Whether you get physical panic attacks or mental mayhem, heart palpitations or cognitive chaos. If you feel isolated or watched, terrified of a crowd or of interacting with one person at a time, your anxiety is a part of you. But it doesn’t have to define you.
It makes it seem more of a human and less of a monster. When you feel your anxiety building up, when it starts to take over, imagine it as a thing separate from you.
Give it a personality and accept that you’ll always have some kind of relationship with it. But also accept that you can name your own terms. You control how much attention you give it. You don’t need to get trapped in your upside down with anxiety.
When you wake up, there she is, anxiety.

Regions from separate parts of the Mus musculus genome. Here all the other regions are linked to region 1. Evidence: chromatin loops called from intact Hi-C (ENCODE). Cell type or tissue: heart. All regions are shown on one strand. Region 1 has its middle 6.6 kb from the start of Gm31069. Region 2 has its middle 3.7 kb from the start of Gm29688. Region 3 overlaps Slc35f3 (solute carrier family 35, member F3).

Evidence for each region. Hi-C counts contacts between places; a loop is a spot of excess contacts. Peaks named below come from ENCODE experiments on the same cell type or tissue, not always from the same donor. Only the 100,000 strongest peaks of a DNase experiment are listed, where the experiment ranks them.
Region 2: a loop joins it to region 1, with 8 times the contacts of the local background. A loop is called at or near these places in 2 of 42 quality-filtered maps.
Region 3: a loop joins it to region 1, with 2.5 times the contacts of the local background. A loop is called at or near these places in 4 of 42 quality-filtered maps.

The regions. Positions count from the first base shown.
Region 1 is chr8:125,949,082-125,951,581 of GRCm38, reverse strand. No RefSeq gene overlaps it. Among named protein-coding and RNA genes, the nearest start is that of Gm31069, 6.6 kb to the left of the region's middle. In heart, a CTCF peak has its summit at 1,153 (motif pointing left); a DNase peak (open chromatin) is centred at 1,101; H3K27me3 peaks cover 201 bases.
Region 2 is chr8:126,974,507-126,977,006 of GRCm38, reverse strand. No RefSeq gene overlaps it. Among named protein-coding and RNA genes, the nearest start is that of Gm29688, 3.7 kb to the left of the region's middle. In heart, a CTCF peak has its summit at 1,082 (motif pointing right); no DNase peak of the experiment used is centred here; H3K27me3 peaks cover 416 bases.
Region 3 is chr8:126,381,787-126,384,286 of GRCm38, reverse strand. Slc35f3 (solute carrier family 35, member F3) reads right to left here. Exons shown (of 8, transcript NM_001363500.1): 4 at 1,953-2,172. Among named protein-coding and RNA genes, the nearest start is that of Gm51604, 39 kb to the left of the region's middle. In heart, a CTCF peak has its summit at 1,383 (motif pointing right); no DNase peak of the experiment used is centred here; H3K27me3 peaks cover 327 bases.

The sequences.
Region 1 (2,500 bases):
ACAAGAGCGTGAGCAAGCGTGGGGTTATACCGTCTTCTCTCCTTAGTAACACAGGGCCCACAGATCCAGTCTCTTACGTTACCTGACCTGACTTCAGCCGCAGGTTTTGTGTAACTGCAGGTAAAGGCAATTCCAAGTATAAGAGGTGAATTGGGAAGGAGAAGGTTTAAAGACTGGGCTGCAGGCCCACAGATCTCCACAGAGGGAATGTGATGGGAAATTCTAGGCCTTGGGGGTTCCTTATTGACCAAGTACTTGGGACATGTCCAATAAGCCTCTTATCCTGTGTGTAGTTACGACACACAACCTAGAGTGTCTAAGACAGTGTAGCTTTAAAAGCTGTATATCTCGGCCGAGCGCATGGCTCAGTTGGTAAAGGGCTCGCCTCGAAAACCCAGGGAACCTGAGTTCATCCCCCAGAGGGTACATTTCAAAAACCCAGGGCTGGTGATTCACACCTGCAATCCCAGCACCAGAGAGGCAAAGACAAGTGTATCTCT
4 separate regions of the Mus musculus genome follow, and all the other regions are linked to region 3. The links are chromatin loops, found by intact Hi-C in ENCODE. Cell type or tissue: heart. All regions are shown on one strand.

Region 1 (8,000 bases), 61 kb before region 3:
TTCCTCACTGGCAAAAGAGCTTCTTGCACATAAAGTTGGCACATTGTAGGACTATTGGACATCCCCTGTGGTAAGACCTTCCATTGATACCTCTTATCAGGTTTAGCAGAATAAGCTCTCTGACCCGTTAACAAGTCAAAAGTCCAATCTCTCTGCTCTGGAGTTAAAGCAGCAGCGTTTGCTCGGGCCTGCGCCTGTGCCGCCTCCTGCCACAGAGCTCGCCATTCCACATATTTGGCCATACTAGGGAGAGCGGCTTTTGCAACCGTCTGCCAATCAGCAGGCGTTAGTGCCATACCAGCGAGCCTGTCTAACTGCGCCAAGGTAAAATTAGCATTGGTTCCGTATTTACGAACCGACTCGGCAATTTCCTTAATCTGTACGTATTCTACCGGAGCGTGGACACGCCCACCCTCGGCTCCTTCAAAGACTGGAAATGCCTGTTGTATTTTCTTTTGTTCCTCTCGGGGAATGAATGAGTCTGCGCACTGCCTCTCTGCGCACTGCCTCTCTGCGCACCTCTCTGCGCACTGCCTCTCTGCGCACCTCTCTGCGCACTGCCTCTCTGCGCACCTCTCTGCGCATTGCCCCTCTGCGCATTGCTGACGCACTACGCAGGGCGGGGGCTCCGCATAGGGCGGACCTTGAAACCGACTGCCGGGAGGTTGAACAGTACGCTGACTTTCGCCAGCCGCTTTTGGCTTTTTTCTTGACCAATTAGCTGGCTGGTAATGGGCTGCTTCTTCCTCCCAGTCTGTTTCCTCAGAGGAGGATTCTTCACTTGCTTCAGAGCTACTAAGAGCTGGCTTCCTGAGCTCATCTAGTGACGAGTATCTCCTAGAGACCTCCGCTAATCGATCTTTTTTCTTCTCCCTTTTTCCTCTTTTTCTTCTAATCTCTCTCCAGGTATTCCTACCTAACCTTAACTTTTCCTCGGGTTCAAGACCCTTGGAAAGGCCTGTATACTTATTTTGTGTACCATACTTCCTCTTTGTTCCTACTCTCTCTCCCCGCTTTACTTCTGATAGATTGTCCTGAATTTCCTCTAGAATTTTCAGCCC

Her name is “Martha”, all you hear is Martha’s frantic, high-pitched screams.
You don’t even know what she was freaking out about.
So you ask her.
Martha says “What are you doing? You have work in four hours.
Everyone knows you’re still new. Your co-workers hate you. You’re so annoying when you ask them questions all the time.
You’re gonna make a huge mistake someday. You are stupid. You will be sacked. you will end up homeless and die!”
Martha is irrational with NO evidence to back up any of her fears.
She focuses on your fears. You are rational. Instead of wondering why you’re emotional, ask Martha what is going on.
Figure out why she is here, what triggered her. Was it something you saw, heard or read.
Understand that Martha is there because she is scared, but it is an irrational fear.
Giving that little, negative voice in your head a name, an identity will help you to take back the control.
It’s like talking back to your thoughts in a patronizing way—with an eye roll instead of giving it your full attention.
So basically, rather than being anxious, naming your anxiety allows you to recognise you have anxiety and that your anxiety is separate from you.
Naming your anxiety can allow you to stand up to your anxiety and show it who is boss.
May 30, 2020
May 26, 2020
May 26, 2020